SPRINGFIELD — The sponsor of legislation that would require governmental agencies to disclose the number of video surveillance cameras they have said she may not move to override Gov. Pat Quinn's amendatory veto of the bill.
State Rep. Naomi Jakobsson, D-Urbana, said Sunday that because she's been out of state and unable to communicate with other lawmakers, she's not certain whether she'll try to override Quinn's action, which was announced late Friday afternoon, "but perhaps the amendments won't do anything bad to what we wanted to do. As of now I think we'll be all right with the amendments."
Quinn amended the bill (HB 1948) so that the provision for disclosing the number of security and surveillance cameras does not apply to state prisons, county or municipal jails, courthouses, police stations, power plants, water treatment facilities or airports.
In his veto message, the governor wrote, "Though this bill is limited to outdoor cameras that are not used for traffic enforcement, it does not adequately account for public safety.
"I am concerned that exposing the number of security cameras at our courthouses, police and sheriff's facilities and correctional facilities may present security risks. For example, requiring the Department of Corrections to disclose the numbers of cameras that are in use at correctional facilities, poses a significant threat to public safety."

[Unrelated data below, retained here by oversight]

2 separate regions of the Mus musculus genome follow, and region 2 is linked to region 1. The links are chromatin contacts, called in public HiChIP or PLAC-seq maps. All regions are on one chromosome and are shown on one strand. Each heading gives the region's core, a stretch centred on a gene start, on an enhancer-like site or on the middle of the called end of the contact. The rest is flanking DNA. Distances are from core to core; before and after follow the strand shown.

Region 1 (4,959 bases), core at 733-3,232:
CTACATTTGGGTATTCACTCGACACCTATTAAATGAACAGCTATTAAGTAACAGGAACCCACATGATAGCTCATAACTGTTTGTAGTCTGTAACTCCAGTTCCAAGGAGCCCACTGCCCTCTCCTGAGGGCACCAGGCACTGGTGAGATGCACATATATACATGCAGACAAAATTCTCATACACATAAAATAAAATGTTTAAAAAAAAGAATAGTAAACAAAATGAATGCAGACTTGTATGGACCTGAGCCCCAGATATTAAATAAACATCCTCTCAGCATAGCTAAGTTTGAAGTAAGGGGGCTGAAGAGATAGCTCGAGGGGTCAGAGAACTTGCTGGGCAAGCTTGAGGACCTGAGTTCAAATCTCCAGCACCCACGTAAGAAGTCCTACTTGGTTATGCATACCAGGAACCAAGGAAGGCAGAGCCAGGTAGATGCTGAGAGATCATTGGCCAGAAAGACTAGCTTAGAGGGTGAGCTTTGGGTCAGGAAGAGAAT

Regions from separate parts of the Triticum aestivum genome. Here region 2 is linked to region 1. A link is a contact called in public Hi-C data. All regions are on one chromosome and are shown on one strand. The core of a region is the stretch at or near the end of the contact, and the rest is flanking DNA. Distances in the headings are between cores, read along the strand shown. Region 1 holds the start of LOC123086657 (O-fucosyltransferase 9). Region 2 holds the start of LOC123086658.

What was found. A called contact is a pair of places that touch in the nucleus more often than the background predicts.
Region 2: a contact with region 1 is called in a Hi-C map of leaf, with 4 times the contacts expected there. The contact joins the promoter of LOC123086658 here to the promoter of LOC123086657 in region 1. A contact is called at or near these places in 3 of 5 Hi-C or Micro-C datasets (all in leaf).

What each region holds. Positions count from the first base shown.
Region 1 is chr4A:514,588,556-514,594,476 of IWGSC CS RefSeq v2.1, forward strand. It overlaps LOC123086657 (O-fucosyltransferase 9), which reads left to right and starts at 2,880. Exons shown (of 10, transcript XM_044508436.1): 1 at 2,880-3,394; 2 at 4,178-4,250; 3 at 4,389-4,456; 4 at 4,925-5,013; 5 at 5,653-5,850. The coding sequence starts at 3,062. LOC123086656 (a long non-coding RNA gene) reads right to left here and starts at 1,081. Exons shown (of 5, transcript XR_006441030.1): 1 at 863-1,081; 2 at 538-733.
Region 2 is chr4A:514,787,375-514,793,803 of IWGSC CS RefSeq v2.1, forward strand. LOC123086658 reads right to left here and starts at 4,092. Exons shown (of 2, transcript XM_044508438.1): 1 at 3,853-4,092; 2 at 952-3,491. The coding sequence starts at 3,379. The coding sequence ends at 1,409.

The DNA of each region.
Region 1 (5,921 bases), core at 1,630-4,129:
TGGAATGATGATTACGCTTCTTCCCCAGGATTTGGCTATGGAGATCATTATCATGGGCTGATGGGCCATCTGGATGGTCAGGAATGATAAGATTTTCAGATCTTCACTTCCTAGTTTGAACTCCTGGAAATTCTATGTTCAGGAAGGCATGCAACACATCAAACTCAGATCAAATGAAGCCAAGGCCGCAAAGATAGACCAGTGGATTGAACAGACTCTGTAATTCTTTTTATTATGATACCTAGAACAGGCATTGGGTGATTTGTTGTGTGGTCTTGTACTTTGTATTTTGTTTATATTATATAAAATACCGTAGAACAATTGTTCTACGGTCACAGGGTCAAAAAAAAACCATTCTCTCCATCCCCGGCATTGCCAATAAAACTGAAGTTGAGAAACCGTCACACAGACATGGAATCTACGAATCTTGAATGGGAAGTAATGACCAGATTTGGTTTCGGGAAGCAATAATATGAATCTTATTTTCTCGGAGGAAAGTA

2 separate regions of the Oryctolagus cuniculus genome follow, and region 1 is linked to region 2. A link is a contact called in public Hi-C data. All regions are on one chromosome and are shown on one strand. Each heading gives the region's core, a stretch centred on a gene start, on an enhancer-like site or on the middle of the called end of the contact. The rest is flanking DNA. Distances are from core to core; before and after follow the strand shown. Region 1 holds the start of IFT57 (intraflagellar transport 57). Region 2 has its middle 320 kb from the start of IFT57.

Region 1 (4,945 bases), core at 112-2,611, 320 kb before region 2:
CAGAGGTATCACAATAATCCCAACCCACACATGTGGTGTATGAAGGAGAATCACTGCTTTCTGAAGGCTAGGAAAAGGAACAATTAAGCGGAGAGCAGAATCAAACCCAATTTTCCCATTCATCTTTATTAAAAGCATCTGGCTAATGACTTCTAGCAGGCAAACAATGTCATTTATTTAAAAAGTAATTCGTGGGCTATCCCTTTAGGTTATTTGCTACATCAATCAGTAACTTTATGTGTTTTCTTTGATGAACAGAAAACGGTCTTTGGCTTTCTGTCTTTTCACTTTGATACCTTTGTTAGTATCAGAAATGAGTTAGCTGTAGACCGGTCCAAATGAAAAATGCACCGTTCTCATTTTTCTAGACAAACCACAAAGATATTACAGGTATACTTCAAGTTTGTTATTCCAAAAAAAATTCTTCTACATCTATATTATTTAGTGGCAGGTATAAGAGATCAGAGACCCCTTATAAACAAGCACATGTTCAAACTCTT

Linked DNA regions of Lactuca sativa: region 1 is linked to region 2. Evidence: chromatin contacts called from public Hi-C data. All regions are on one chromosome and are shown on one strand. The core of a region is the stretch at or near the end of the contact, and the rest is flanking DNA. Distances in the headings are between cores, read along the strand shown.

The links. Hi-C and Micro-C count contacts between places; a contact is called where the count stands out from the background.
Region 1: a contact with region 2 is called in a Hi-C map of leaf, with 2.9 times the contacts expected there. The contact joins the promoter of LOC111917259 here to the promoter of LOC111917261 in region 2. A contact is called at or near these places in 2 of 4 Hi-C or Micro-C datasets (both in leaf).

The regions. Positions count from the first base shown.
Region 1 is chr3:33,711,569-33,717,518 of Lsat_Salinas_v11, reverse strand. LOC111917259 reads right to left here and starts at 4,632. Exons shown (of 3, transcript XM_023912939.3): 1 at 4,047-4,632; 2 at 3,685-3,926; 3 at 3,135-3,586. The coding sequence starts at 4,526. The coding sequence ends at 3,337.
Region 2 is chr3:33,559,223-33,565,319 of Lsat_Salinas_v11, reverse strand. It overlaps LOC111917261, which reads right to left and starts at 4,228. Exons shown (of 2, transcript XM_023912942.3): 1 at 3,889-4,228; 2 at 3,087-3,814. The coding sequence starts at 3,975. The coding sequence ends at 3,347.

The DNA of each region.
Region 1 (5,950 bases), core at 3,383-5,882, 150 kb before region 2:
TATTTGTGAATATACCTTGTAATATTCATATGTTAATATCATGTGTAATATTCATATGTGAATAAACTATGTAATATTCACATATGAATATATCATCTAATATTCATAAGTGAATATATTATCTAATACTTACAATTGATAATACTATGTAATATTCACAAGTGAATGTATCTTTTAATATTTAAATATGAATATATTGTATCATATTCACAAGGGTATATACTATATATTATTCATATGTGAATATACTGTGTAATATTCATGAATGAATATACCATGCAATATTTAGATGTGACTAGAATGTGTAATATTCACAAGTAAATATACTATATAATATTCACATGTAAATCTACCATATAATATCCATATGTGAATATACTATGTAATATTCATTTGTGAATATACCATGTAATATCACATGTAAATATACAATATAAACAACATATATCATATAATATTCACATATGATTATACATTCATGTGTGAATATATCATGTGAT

Jakobsson said she doesn't think she'll attempt to override the veto.
"At this point I think that's my feeling. I will want to make sure that the other people I was working with feel that way," she said.
Jakobsson said she didn't hear any complaints from law enforcement officials about the legislation when it was being considered in committee and on the House floor. In fact, the bill passed the House 110-0 and the Senate 55-0.
"In fact we worked really hard with the city of Chicago and other people and didn't hear any of this. Sometimes I wonder why we didn't hear any of this while we're working on something," she said. "We really did try."
The bill would require agencies to report annually to the Illinois Criminal Justice Information Authority the number of surveillance cameras they have. They also would be required to post their privacy regulations, if they have any.
The American Civil Liberties Union, which had asked Jakobsson to sponsor the bill, says it is needed because there are thousands of video surveillance cameras in Illinois, but little information about them has been released to the public. The ACLU says it has serious civil liberties and civil rights concerns about the cameras, including the possible invasion of privacy, voyeurism and discriminatory targeting.